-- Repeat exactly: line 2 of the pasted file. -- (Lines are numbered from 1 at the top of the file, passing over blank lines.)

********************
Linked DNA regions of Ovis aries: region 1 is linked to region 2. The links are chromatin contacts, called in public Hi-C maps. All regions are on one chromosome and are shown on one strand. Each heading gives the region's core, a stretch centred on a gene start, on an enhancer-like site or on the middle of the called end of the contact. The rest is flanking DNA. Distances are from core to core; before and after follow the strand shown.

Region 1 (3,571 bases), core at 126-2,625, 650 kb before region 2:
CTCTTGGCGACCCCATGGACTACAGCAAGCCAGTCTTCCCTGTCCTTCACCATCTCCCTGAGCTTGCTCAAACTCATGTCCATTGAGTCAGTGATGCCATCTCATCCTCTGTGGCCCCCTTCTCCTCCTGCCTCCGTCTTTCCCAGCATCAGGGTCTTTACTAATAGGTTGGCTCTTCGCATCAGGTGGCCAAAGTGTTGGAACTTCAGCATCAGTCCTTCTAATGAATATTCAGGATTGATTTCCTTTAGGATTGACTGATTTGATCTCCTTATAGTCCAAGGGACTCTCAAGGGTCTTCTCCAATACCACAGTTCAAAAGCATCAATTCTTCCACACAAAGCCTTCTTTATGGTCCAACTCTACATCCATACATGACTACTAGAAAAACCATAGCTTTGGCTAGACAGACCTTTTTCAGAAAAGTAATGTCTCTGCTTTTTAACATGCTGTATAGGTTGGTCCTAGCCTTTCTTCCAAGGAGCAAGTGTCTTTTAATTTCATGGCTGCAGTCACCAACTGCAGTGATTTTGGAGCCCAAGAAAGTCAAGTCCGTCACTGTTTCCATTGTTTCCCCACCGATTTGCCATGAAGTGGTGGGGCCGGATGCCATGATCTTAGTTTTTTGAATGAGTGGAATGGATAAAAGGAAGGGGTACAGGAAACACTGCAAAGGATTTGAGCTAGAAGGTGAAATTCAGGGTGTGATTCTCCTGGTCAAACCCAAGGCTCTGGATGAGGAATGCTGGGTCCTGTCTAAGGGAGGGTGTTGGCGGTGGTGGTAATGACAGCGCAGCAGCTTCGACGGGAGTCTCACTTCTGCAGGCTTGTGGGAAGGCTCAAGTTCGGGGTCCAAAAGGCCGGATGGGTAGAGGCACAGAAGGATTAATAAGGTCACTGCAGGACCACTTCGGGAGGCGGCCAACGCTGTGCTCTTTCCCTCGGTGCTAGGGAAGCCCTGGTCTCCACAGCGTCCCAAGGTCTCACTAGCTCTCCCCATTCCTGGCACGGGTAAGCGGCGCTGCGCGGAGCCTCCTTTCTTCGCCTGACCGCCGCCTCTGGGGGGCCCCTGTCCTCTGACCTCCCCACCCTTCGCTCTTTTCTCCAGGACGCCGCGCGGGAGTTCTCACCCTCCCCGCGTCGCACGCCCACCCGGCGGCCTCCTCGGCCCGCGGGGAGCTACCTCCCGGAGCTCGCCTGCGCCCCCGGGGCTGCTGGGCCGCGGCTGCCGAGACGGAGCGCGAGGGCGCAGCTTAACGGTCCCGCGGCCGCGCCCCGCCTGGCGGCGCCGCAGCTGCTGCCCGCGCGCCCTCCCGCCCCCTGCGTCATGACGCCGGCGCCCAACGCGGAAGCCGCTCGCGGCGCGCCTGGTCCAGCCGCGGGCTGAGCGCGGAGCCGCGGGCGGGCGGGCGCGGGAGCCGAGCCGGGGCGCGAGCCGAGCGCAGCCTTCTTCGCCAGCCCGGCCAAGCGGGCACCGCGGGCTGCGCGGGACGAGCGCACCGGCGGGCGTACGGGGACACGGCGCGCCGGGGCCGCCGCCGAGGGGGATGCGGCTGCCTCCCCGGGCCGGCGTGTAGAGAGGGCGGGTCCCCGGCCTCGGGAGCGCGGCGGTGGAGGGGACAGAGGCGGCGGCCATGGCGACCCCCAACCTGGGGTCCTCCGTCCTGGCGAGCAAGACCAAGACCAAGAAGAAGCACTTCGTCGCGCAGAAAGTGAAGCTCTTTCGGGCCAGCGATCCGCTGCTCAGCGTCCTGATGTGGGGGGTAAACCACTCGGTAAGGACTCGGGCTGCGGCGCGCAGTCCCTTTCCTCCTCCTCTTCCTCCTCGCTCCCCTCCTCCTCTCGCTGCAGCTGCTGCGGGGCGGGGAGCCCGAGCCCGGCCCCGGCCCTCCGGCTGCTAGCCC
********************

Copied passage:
Region 1 (3,571 bases), core at 126-2,625, 650 kb before region 2: